Automotive supplierCorp, which long has been operating under the specter of bankruptcy, now faces new problems with the financial faltering of two key customers – LLC and Corp.
Although the supplier still derives the majority of its business from former parentMotor Co., which to date has not taken government funds to keep afloat, has sought to diversify its customer base over the years.
But that strategy now is backfiring somewhat, as mostand GM plants are shuttered while the first OEM enters Chapter 11 and the second struggles with government-mandated restructuring, leaving Visteon to leverage new customers and shore up its balance sheet to stay out of bankruptcy court, itself.
GM and Chrysler, combined, account for about 7% of the supplier’s revenue base, Visteon spokesman Jim Fisher says. “It had been around 5% for quite a while. But when the (Dodge) Ram came on stream, that increased it a bit,” he says, noting the auto makers’ plant shutdowns will prove painful.
“It’s important to note the percentage of our revenue related to them,” he says. “We’re impacted whenever there’s a change in a customer’s production schedule.”
Chrysler in court filings has said it wants to keep Visteon as a supplier when it emerges from bankruptcy. The auto maker owes the company $25.6 million, which it has asked the court for permission to pay.
In an otherwise gloomy economic climate, the Van Buren Twp., MI-based supplier has had some positive developments.
In March, Visteon made a $16 million interest payment on $453 million in bonds due in 2014. Many analysts had predicted the company would be unable to meet that obligation, which likely would have pushed it into bankruptcy.
While Visteon’s common stock has been suspended from the New York Stock Exchange since March 6 because of low trading levels, the supplier has reached agreement with its lenders for temporary waivers and amendments to its primary secured credit facilities. Additionally, it is working with customers to address liquidity and capital requirements.
These discussions led to’s announcement last week it was assuming a $163 million secured credit facility from Visteon lenders. Under terms of the agreement with Ford, Visteon must maintain $264 million in cash and cash equivalents.
“We’re still in active discussions with customers and lenders; this is one element of our effort to address our liquidity and capital requirements,” Fisher says of the transaction.
Speculation among analysts suggests Ford is less motivated in helping Visteon than in protecting its own interests. In the event of a Visteon bankruptcy, Ford becomes a secured creditor and would have a prominent voice in court proceedings.
Visteon has seen some progress on the financial front, reporting net income of $2 million in first-quarter 2009. It also was able to secure $240 million in new business in the quarter. That’s a significant improvement from 2008’s net loss of $663 million on sales of $9.5 billion and 2007’s net loss of $372 million on sales of $11.3 billion. Fisher says the company finished the first quarter with cash reserves of $767 million, of which $163 million is classified as “restricted cash under waivers we offered.” While this pales in comparison with like-2008, when the company had $1.8 billion in cash on hand, he says the first-quarter performance was encouraging.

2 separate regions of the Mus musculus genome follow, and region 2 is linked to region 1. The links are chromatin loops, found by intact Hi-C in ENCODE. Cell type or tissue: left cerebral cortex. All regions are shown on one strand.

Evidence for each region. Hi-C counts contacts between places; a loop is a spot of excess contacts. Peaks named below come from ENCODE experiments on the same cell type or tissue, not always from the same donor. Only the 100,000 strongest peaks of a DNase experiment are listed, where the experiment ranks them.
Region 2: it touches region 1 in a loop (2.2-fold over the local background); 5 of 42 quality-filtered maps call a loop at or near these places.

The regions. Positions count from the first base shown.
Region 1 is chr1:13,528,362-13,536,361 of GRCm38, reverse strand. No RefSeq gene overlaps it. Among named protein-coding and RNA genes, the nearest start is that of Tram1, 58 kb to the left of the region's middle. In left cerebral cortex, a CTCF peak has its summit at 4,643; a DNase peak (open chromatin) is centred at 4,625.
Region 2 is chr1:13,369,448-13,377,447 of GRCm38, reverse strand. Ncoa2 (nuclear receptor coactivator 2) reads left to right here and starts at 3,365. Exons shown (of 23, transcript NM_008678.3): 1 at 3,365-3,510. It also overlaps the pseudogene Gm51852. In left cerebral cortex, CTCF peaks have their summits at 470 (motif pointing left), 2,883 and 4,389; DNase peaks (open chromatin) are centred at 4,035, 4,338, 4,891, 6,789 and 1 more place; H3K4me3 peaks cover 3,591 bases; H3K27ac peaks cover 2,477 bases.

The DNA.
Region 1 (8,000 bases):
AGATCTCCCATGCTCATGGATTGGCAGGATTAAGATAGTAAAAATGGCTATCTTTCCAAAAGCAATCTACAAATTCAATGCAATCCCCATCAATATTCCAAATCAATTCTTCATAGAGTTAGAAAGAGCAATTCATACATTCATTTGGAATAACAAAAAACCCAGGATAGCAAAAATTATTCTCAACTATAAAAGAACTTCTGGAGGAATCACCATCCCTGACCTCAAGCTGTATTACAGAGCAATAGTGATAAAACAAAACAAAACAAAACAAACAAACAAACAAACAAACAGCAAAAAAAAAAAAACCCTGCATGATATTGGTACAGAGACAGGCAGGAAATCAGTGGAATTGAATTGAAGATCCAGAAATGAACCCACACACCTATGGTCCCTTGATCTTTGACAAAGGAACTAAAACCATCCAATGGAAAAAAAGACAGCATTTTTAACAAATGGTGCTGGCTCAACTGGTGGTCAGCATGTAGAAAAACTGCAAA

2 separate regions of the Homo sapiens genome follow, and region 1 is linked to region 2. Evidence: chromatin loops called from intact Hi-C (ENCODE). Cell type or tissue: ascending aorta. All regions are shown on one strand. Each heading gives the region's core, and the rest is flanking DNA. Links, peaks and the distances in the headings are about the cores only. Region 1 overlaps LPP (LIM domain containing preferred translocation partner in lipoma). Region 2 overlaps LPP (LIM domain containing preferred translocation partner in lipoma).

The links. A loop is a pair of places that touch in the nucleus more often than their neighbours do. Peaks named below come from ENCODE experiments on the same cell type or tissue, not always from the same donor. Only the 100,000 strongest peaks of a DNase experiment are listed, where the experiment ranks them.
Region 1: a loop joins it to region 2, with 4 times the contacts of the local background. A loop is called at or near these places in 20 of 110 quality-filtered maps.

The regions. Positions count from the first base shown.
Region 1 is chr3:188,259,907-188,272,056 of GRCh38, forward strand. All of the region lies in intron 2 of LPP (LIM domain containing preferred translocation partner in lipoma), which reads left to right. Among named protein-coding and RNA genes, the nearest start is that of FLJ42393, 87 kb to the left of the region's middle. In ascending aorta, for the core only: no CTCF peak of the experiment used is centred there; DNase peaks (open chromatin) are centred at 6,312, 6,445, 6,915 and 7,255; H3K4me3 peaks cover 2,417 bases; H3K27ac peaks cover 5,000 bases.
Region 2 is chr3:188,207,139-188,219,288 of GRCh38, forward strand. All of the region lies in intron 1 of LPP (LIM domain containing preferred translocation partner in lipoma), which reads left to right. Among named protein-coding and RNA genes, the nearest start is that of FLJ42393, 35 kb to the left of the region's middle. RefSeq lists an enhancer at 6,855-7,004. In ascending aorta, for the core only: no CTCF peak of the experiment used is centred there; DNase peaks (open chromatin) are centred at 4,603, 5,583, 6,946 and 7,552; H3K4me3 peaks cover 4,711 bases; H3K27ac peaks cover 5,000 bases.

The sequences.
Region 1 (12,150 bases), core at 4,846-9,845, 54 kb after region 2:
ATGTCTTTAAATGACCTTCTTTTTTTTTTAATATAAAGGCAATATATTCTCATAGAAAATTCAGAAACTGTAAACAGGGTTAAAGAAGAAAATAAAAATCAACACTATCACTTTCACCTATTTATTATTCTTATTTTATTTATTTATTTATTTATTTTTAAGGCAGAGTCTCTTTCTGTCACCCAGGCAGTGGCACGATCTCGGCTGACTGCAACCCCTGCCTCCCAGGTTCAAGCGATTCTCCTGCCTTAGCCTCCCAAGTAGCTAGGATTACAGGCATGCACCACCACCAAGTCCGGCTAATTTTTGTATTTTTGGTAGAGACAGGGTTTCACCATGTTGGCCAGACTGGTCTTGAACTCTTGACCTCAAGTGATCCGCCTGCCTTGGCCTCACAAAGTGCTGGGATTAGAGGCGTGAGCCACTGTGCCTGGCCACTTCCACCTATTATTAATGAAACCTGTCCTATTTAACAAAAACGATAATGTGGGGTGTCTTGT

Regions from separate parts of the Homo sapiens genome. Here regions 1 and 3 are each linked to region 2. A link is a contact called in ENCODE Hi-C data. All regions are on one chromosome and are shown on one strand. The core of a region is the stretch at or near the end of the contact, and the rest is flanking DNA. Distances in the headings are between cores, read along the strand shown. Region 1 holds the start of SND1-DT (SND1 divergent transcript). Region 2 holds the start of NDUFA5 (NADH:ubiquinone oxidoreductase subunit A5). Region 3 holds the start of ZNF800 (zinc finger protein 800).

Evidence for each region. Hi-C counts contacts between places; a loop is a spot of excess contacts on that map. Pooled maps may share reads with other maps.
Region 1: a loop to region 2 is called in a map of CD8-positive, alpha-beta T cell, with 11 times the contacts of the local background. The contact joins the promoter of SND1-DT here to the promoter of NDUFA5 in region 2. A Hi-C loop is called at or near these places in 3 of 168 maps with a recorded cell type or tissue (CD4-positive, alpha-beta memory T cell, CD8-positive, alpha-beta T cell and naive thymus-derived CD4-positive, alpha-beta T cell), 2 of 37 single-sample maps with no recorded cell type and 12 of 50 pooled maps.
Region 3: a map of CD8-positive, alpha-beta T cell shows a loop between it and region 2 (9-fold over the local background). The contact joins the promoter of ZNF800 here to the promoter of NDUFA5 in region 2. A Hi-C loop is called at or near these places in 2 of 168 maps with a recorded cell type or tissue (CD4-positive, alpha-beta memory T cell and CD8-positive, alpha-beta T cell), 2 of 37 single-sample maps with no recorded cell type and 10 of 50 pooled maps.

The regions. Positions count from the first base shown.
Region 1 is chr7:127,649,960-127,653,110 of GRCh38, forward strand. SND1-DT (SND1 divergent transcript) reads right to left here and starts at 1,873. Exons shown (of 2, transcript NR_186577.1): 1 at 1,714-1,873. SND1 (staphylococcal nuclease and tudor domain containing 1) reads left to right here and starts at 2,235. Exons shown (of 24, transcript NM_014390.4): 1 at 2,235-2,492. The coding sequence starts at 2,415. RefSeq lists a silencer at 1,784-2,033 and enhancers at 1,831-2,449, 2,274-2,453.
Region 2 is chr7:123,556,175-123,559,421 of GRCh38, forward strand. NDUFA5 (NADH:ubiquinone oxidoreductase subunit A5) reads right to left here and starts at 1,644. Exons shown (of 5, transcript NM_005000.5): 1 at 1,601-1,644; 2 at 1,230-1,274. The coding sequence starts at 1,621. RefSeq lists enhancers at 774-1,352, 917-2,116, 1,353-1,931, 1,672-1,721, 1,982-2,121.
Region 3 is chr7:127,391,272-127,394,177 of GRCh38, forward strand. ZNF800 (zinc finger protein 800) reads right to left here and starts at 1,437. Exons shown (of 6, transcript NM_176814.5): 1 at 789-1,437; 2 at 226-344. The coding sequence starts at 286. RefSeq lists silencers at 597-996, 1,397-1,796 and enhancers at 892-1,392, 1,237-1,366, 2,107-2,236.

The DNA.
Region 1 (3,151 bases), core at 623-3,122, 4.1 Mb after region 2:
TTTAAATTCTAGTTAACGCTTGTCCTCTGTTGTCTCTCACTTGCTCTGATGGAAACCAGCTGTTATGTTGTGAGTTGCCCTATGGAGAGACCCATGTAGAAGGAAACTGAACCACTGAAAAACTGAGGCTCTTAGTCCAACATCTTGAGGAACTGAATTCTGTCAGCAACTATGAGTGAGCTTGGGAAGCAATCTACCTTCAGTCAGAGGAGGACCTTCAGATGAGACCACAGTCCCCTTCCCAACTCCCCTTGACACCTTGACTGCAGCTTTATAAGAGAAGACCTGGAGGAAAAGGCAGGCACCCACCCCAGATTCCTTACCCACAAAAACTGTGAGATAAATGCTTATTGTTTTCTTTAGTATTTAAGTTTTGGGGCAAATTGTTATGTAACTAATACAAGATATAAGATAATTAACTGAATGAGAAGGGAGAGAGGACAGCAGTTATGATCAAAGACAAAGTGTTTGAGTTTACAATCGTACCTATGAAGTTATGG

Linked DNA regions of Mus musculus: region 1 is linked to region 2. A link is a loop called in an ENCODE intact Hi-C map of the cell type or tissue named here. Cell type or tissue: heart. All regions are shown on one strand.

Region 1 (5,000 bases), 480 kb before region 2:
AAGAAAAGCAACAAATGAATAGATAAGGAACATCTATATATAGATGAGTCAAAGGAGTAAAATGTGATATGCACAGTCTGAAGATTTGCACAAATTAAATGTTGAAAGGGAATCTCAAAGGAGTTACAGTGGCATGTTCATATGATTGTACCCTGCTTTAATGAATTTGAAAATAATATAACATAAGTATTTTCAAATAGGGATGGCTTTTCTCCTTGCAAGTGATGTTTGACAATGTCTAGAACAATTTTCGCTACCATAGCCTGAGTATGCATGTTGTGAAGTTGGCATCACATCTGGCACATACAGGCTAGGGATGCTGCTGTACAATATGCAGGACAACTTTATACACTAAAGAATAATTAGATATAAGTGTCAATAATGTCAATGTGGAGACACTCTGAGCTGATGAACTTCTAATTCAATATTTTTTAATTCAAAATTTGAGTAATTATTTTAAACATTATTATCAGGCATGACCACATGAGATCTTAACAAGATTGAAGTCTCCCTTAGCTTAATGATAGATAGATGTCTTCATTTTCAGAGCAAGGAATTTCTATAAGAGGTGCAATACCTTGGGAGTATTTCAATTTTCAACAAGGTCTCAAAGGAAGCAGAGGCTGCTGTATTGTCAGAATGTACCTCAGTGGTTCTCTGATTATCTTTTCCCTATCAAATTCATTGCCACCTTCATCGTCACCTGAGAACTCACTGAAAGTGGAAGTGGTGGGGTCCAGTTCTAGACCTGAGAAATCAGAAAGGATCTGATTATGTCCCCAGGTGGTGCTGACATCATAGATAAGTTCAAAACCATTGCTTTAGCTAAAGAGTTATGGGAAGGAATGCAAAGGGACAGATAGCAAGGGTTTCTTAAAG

However, most of the profit resulted from a one-time accounting gain from placing three U.K. plants – in Basildon, Belfast and Enfield – in administration, the British equivalent of bankruptcy.
“Despite extensive restructuring efforts, the U.K plants have continued to incur substantial losses. Regrettably, having exhausted all options, the Visteon U.K. Ltd board of directors had no alternative but to file for administration,” Donald J. Stebbins, Visteon chairman and CEO, said following the filing.
In other parts of the world, Fisher says most of Visteon’s customers are in decent financial health.
Thirty-one percent of revenue comes from Ford, whileMotor Co. Ltd. and Kia Motors Corp. accounted for 25% of the supplier’s first-quarter sales. The remaining business includes the Renault SA- Motor Co. Ltd. alliance (7%), Peugeot Citroen (6%) and “others” (24%), Fisher says.
To be heavily entrenched as the largest supplier to Ford – at a time when it is significantly more stable than rivals GM and Chrysler – is a competitive advantage. But since spinning off from Ford in June 2000, Visteon’s considerable size has been problematic, and the supplier has spent most of its existence selling off, closing down or finding other clever ways to dispose of operations.